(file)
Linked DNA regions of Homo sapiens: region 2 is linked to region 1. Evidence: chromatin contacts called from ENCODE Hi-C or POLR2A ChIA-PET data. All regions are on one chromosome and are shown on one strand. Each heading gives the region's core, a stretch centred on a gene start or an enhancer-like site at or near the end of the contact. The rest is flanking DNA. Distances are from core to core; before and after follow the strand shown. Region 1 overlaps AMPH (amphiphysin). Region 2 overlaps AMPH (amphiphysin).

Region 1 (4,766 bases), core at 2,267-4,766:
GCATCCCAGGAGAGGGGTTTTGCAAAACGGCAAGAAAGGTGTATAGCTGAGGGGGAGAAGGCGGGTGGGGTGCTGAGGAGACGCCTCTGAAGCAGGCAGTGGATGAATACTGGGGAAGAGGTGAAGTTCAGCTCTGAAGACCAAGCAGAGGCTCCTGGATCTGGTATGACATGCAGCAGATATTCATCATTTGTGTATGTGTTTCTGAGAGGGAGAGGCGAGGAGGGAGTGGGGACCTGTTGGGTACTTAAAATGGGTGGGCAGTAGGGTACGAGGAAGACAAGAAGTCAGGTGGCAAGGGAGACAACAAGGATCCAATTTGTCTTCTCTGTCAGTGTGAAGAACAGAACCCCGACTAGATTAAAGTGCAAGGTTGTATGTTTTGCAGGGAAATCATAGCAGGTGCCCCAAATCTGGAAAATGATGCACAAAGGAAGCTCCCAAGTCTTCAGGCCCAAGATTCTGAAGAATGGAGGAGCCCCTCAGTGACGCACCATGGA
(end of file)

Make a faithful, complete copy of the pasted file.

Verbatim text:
Linked DNA regions of Homo sapiens: region 2 is linked to region 1. Evidence: chromatin contacts called from ENCODE Hi-C or POLR2A ChIA-PET data. All regions are on one chromosome and are shown on one strand. Each heading gives the region's core, a stretch centred on a gene start or an enhancer-like site at or near the end of the contact. The rest is flanking DNA. Distances are from core to core; before and after follow the strand shown. Region 1 overlaps AMPH (amphiphysin). Region 2 overlaps AMPH (amphiphysin).

Region 1 (4,766 bases), core at 2,267-4,766:
GCATCCCAGGAGAGGGGTTTTGCAAAACGGCAAGAAAGGTGTATAGCTGAGGGGGAGAAGGCGGGTGGGGTGCTGAGGAGACGCCTCTGAAGCAGGCAGTGGATGAATACTGGGGAAGAGGTGAAGTTCAGCTCTGAAGACCAAGCAGAGGCTCCTGGATCTGGTATGACATGCAGCAGATATTCATCATTTGTGTATGTGTTTCTGAGAGGGAGAGGCGAGGAGGGAGTGGGGACCTGTTGGGTACTTAAAATGGGTGGGCAGTAGGGTACGAGGAAGACAAGAAGTCAGGTGGCAAGGGAGACAACAAGGATCCAATTTGTCTTCTCTGTCAGTGTGAAGAACAGAACCCCGACTAGATTAAAGTGCAAGGTTGTATGTTTTGCAGGGAAATCATAGCAGGTGCCCCAAATCTGGAAAATGATGCACAAAGGAAGCTCCCAAGTCTTCAGGCCCAAGATTCTGAAGAATGGAGGAGCCCCTCAGTGACGCACCATGGA